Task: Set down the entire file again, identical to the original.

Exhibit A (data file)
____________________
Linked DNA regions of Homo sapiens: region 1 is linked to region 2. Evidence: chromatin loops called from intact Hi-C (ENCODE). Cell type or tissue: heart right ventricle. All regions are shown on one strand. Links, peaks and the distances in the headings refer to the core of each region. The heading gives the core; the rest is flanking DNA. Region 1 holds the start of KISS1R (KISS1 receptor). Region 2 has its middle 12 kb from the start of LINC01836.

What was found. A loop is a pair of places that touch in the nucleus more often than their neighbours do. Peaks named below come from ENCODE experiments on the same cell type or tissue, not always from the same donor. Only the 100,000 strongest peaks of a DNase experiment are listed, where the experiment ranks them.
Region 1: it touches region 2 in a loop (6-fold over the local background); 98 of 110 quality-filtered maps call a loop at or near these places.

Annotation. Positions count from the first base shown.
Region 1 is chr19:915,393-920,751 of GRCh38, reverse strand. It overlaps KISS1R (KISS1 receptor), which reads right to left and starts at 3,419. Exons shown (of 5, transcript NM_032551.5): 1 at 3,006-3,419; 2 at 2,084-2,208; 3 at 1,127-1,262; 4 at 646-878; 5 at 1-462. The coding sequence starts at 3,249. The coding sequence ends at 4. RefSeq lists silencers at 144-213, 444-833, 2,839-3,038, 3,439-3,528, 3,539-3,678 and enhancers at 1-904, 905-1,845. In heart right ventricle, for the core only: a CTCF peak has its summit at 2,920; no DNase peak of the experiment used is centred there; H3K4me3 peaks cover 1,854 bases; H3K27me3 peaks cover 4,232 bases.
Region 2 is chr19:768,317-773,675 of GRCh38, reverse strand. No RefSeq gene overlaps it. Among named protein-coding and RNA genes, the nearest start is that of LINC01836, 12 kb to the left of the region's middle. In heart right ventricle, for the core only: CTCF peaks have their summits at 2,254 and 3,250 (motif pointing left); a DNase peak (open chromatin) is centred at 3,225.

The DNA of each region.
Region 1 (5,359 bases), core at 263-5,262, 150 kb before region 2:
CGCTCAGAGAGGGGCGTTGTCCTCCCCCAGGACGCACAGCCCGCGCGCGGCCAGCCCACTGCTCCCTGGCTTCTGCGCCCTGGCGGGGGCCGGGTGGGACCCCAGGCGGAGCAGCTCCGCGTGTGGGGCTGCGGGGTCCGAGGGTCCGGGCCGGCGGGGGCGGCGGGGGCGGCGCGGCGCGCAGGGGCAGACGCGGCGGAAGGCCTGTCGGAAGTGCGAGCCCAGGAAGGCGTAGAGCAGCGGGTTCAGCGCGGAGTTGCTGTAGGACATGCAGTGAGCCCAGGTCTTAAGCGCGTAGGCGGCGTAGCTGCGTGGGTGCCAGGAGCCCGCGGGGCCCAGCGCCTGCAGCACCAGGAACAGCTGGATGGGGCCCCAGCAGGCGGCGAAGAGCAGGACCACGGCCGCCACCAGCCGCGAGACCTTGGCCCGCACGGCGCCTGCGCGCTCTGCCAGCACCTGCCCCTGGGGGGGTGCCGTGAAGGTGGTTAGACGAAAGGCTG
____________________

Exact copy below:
Linked DNA regions of Homo sapiens: region 1 is linked to region 2. Evidence: chromatin loops called from intact Hi-C (ENCODE). Cell type or tissue: heart right ventricle. All regions are shown on one strand. Links, peaks and the distances in the headings refer to the core of each region. The heading gives the core; the rest is flanking DNA. Region 1 holds the start of KISS1R (KISS1 receptor). Region 2 has its middle 12 kb from the start of LINC01836.

What was found. A loop is a pair of places that touch in the nucleus more often than their neighbours do. Peaks named below come from ENCODE experiments on the same cell type or tissue, not always from the same donor. Only the 100,000 strongest peaks of a DNase experiment are listed, where the experiment ranks them.
Region 1: it touches region 2 in a loop (6-fold over the local background); 98 of 110 quality-filtered maps call a loop at or near these places.

Annotation. Positions count from the first base shown.
Region 1 is chr19:915,393-920,751 of GRCh38, reverse strand. It overlaps KISS1R (KISS1 receptor), which reads right to left and starts at 3,419. Exons shown (of 5, transcript NM_032551.5): 1 at 3,006-3,419; 2 at 2,084-2,208; 3 at 1,127-1,262; 4 at 646-878; 5 at 1-462. The coding sequence starts at 3,249. The coding sequence ends at 4. RefSeq lists silencers at 144-213, 444-833, 2,839-3,038, 3,439-3,528, 3,539-3,678 and enhancers at 1-904, 905-1,845. In heart right ventricle, for the core only: a CTCF peak has its summit at 2,920; no DNase peak of the experiment used is centred there; H3K4me3 peaks cover 1,854 bases; H3K27me3 peaks cover 4,232 bases.
Region 2 is chr19:768,317-773,675 of GRCh38, reverse strand. No RefSeq gene overlaps it. Among named protein-coding and RNA genes, the nearest start is that of LINC01836, 12 kb to the left of the region's middle. In heart right ventricle, for the core only: CTCF peaks have their summits at 2,254 and 3,250 (motif pointing left); a DNase peak (open chromatin) is centred at 3,225.

The DNA of each region.
Region 1 (5,359 bases), core at 263-5,262, 150 kb before region 2:
CGCTCAGAGAGGGGCGTTGTCCTCCCCCAGGACGCACAGCCCGCGCGCGGCCAGCCCACTGCTCCCTGGCTTCTGCGCCCTGGCGGGGGCCGGGTGGGACCCCAGGCGGAGCAGCTCCGCGTGTGGGGCTGCGGGGTCCGAGGGTCCGGGCCGGCGGGGGCGGCGGGGGCGGCGCGGCGCGCAGGGGCAGACGCGGCGGAAGGCCTGTCGGAAGTGCGAGCCCAGGAAGGCGTAGAGCAGCGGGTTCAGCGCGGAGTTGCTGTAGGACATGCAGTGAGCCCAGGTCTTAAGCGCGTAGGCGGCGTAGCTGCGTGGGTGCCAGGAGCCCGCGGGGCCCAGCGCCTGCAGCACCAGGAACAGCTGGATGGGGCCCCAGCAGGCGGCGAAGAGCAGGACCACGGCCGCCACCAGCCGCGAGACCTTGGCCCGCACGGCGCCTGCGCGCTCTGCCAGCACCTGCCCCTGGGGGGGTGCCGTGAAGGTGGTTAGACGAAAGGCTG